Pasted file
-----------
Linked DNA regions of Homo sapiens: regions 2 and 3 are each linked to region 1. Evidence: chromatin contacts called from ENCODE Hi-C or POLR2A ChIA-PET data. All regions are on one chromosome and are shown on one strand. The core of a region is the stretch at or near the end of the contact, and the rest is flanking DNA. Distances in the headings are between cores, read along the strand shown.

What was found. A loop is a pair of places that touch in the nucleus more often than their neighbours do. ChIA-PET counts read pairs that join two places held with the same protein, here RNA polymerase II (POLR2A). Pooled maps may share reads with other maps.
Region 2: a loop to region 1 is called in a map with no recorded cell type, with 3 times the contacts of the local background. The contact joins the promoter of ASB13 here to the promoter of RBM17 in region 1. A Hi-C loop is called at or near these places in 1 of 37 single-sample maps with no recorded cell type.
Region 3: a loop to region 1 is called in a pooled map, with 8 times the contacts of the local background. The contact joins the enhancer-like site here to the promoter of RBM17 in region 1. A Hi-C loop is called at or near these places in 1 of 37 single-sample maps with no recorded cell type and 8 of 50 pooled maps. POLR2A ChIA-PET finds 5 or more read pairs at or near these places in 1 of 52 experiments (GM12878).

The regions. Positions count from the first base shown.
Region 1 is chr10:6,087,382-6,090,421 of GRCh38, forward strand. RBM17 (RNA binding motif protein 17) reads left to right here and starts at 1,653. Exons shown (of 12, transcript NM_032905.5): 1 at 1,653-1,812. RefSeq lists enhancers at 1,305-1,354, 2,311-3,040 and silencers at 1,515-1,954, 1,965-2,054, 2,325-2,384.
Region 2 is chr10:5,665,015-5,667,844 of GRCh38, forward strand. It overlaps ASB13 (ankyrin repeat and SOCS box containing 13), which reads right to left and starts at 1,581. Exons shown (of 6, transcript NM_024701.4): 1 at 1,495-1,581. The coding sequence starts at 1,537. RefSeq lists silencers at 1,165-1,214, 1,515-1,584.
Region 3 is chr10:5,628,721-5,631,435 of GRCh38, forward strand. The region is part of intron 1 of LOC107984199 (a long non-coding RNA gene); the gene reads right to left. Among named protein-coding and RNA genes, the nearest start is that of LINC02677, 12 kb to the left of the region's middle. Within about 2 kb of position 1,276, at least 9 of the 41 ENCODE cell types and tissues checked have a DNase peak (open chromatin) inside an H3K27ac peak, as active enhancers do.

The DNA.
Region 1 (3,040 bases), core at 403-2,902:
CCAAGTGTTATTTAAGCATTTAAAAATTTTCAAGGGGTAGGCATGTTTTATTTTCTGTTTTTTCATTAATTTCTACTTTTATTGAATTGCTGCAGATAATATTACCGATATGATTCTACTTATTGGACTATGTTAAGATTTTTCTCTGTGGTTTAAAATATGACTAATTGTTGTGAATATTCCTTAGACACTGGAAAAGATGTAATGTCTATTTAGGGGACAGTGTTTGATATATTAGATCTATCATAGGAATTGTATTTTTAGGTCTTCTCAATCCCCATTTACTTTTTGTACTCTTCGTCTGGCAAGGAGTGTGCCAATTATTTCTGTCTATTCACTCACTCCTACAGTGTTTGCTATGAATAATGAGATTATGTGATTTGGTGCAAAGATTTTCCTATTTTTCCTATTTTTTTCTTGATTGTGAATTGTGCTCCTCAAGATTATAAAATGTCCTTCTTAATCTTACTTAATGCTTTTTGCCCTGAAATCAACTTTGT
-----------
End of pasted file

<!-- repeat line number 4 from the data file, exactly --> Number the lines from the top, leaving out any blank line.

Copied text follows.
Region 3: a loop to region 1 is called in a pooled map, with 8 times the contacts of the local background. The contact joins the enhancer-like site here to the promoter of RBM17 in region 1. A Hi-C loop is called at or near these places in 1 of 37 single-sample maps with no recorded cell type and 8 of 50 pooled maps. POLR2A ChIA-PET finds 5 or more read pairs at or near these places in 1 of 52 experiments (GM12878).